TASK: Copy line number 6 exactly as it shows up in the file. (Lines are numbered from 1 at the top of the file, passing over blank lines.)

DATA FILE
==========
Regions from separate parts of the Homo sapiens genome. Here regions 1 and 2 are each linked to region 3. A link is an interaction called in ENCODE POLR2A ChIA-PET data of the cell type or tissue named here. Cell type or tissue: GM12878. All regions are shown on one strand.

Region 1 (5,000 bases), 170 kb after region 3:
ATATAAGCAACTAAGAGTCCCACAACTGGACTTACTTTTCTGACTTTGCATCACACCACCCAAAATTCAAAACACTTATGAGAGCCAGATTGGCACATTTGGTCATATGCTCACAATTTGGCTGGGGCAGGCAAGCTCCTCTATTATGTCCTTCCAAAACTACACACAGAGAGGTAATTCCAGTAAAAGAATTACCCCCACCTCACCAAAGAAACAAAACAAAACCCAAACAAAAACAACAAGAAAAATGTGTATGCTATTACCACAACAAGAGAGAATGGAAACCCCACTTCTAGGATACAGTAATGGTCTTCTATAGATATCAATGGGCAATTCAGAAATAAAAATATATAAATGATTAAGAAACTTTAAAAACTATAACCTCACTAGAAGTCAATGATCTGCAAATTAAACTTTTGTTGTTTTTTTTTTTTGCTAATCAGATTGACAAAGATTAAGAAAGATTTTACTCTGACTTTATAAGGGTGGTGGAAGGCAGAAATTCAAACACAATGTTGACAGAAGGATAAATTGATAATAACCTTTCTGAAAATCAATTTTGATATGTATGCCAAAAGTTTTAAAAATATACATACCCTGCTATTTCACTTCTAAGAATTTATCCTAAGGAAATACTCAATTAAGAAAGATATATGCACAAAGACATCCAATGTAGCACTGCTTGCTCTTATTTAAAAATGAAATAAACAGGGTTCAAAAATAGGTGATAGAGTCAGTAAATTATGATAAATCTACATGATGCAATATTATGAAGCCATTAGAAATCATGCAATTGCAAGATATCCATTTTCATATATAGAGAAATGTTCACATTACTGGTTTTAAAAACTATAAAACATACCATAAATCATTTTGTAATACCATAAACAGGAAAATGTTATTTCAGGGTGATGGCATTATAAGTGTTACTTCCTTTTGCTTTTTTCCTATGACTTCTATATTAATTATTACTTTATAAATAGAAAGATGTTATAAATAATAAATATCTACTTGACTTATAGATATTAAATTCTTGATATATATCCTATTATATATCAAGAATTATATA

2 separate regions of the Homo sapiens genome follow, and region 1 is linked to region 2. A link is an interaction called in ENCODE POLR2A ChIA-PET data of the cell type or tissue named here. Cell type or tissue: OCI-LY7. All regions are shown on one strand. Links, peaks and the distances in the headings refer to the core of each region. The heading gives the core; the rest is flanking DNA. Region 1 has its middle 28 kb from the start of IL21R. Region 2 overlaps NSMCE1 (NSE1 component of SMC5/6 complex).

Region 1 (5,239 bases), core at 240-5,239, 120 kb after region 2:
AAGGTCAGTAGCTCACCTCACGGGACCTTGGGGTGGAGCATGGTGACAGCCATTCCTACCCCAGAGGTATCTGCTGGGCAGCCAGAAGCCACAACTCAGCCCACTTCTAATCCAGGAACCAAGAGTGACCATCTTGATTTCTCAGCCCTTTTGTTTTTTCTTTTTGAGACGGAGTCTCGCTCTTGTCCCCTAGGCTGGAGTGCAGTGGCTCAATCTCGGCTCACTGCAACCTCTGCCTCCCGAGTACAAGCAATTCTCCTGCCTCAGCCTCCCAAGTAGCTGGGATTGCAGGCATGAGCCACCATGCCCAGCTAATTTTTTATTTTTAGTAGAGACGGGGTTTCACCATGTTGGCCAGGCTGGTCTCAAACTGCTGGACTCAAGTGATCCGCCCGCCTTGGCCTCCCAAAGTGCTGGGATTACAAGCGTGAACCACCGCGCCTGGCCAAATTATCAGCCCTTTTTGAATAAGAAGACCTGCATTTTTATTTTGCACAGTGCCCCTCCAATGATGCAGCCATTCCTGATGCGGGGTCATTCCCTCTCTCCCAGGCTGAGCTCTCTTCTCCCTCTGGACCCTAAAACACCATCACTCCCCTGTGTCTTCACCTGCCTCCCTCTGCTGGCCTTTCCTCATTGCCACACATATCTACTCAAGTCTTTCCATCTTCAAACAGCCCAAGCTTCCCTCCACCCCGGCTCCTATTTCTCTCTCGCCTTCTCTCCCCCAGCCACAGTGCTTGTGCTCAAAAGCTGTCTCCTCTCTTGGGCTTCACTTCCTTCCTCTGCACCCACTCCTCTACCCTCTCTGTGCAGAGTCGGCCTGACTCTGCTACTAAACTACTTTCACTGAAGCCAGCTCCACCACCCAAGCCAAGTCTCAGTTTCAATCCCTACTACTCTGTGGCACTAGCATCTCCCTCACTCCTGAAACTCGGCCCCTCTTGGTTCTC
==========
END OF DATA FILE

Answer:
AAGGTCAGTAGCTCACCTCACGGGACCTTGGGGTGGAGCATGGTGACAGCCATTCCTACCCCAGAGGTATCTGCTGGGCAGCCAGAAGCCACAACTCAGCCCACTTCTAATCCAGGAACCAAGAGTGACCATCTTGATTTCTCAGCCCTTTTGTTTTTTCTTTTTGAGACGGAGTCTCGCTCTTGTCCCCTAGGCTGGAGTGCAGTGGCTCAATCTCGGCTCACTGCAACCTCTGCCTCCCGAGTACAAGCAATTCTCCTGCCTCAGCCTCCCAAGTAGCTGGGATTGCAGGCATGAGCCACCATGCCCAGCTAATTTTTTATTTTTAGTAGAGACGGGGTTTCACCATGTTGGCCAGGCTGGTCTCAAACTGCTGGACTCAAGTGATCCGCCCGCCTTGGCCTCCCAAAGTGCTGGGATTACAAGCGTGAACCACCGCGCCTGGCCAAATTATCAGCCCTTTTTGAATAAGAAGACCTGCATTTTTATTTTGCACAGTGCCCCTCCAATGATGCAGCCATTCCTGATGCGGGGTCATTCCCTCTCTCCCAGGCTGAGCTCTCTTCTCCCTCTGGACCCTAAAACACCATCACTCCCCTGTGTCTTCACCTGCCTCCCTCTGCTGGCCTTTCCTCATTGCCACACATATCTACTCAAGTCTTTCCATCTTCAAACAGCCCAAGCTTCCCTCCACCCCGGCTCCTATTTCTCTCTCGCCTTCTCTCCCCCAGCCACAGTGCTTGTGCTCAAAAGCTGTCTCCTCTCTTGGGCTTCACTTCCTTCCTCTGCACCCACTCCTCTACCCTCTCTGTGCAGAGTCGGCCTGACTCTGCTACTAAACTACTTTCACTGAAGCCAGCTCCACCACCCAAGCCAAGTCTCAGTTTCAATCCCTACTACTCTGTGGCACTAGCATCTCCCTCACTCCTGAAACTCGGCCCCTCTTGGTTCTC